For about 35 years, David has been a Bible teacher. Both he and Anita work in several areas of their church but David said that teaching and ministering to a class of about 20 couples is a rewarding use of his time that is provided by retirement.


In Italy

Great Wall of China

Bar Harbor, Maine

In Due Season – December 2018

This is the article that David Dibbs wrote about Waco.
What do outsiders know about your hometown? Around here, Blenheim is known for its ginger ale, and Florence was known for its railroad history and dental services. A few weeks back, I returned to Waco, Texas, for my 58th high school reunion. Having lived at least 1000 miles from Waco for the last 58 years, this was only my second reunion. The dramatic changes in the city since my last visit (our 50th, just 8 years ago) caused me to reflect on what gives a city its personality and reputation.
Waco’s early history is rich with Texas Longhorn cattle drives, Texas Ranger law enforcement, and Indian lore. On an 1850’s map of Mexico to Kansas, the state of Texas is covered with cattle trails that converge on Texas’ northern border at the Chisholm Trail, just below Indian Territory (sometimes called Oklahoma). The objective of the cattle drive was to get the cattle from Texas (or even Mexico), where they were worth about $4 a head, to Kansas, then by rail, back East, where they were worth about $40 a head.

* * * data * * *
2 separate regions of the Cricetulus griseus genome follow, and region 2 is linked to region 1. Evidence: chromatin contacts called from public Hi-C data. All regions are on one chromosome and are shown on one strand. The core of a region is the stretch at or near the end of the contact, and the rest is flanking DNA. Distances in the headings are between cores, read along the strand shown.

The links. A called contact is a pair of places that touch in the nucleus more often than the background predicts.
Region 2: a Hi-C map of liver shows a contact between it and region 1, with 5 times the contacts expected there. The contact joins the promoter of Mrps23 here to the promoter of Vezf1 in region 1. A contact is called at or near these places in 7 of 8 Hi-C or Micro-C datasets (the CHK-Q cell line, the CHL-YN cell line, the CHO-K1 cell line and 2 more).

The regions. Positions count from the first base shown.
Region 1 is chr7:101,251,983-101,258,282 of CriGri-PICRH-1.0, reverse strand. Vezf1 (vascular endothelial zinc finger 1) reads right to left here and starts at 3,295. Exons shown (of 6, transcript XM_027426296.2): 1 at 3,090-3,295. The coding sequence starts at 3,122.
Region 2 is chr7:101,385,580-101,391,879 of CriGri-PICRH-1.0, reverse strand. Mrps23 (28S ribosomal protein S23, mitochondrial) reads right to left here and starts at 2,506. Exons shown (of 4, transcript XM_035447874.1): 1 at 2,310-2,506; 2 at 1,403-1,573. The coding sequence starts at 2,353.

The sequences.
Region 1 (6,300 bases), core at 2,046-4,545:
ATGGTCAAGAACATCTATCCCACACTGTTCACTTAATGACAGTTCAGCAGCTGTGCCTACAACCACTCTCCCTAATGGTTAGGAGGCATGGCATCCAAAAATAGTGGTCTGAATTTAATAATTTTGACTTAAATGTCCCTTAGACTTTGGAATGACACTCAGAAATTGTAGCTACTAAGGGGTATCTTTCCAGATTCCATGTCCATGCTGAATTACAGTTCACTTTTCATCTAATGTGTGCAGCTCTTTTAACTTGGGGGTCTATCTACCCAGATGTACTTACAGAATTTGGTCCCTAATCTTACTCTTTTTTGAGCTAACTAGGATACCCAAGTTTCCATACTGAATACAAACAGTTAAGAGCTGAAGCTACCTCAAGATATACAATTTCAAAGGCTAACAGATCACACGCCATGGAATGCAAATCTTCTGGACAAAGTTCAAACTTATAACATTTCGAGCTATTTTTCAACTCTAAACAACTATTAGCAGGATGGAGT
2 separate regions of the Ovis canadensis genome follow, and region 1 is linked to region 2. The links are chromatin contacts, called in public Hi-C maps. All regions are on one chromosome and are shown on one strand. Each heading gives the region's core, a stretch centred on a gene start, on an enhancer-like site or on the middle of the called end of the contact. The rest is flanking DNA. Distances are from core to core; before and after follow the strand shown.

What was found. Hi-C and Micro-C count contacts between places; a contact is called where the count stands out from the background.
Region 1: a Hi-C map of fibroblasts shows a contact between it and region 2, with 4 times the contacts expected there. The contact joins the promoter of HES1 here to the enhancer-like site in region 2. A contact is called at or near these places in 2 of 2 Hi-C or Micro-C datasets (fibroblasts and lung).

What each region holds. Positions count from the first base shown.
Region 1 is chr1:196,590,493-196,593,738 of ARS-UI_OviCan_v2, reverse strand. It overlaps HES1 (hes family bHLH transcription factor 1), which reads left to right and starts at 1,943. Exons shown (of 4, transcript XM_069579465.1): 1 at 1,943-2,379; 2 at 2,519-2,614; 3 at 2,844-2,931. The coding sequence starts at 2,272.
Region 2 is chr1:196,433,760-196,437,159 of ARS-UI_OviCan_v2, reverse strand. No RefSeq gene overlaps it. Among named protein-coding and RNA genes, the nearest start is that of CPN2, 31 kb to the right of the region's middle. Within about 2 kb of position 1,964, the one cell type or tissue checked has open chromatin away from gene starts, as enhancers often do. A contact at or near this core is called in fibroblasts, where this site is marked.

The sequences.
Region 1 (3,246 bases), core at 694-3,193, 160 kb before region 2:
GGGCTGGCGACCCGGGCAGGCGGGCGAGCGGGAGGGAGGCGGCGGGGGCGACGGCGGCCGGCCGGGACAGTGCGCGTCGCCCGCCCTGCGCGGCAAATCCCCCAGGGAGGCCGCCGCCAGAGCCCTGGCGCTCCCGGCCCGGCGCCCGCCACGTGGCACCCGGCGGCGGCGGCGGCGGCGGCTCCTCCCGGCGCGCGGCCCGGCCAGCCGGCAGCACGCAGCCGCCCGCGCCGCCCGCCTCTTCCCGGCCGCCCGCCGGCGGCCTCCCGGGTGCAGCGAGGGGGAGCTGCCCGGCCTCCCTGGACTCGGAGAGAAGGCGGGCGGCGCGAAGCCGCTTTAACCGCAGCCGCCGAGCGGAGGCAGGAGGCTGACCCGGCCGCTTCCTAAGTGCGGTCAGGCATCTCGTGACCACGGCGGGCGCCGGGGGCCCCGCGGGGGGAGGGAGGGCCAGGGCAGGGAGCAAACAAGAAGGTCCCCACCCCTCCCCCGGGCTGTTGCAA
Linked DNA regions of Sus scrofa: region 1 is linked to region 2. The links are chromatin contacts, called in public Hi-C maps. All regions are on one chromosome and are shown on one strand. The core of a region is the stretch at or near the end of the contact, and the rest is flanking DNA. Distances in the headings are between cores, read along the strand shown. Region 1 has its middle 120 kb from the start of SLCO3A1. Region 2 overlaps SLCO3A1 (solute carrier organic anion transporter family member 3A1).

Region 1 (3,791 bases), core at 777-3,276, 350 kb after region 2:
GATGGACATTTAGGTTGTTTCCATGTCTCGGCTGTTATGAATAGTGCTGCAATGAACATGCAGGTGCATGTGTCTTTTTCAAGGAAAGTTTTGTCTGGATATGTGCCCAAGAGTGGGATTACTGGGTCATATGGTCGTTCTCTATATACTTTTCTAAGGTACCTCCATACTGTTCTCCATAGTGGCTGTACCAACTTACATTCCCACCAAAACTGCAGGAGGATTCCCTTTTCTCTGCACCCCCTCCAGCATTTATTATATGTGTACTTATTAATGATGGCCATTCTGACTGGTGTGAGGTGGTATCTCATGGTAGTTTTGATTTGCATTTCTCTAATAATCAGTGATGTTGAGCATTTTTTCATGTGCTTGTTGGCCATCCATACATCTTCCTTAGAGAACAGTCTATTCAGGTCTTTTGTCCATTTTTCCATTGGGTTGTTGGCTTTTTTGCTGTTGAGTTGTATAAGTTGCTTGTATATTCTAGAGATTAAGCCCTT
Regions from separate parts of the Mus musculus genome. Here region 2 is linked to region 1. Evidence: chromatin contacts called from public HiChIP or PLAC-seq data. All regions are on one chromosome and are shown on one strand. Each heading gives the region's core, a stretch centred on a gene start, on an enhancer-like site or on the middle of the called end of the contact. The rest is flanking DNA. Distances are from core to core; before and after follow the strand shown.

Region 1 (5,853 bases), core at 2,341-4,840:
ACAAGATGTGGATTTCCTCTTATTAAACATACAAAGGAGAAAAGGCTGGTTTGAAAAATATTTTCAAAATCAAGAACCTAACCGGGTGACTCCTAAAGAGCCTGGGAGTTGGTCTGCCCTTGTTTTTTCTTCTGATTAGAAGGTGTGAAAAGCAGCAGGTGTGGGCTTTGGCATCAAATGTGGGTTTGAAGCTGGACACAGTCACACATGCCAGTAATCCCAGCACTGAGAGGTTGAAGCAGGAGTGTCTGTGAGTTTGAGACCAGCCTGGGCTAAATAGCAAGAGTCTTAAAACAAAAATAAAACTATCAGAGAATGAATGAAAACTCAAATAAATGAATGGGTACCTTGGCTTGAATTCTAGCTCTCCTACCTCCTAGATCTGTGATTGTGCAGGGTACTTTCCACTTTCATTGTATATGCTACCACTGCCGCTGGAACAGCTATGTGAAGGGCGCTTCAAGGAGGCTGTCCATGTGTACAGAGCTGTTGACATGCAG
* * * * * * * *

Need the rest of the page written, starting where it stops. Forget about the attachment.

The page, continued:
Waco was established in 1849 near a Texas Ranger fort, shortly after the Republic of Texas became our 28th state. It was named for the Hueco Indians, who had a nearby village. One of the main trails on the Chisholm route paralleled the Brazos River until it reached a spot at Waco where the river was shallow enough to drive cattle across. In 1870, a suspension bridge was built across the Brazos, channeling even more traffic, business, and cattle through Waco. Designed by Thomas Griffith, who had completed the first bridge across the Mississippi, and built with materials from the same company that helped construct the Brooklyn Bridge, the Waco Suspension Bridge was so successful that the tolls (5 cents per head of cattle, plus tolls on other traffic) quickly paid off the $141,000 construction cost.
In the 1880’s, Baylor University moved to Waco, and a local pharmacist developed the formulation for Dr. Pepper, capitalizing on the artesian water recently discovered under the city. The next time Waco made national news was May 1953, when one of the deadliest tornadoes in US history hit the area. Cutting a path 1/3 of a mile wide, and with winds of 260mph, the tornado that struck Waco killed 114 people and demolished 1600 homes and other structures.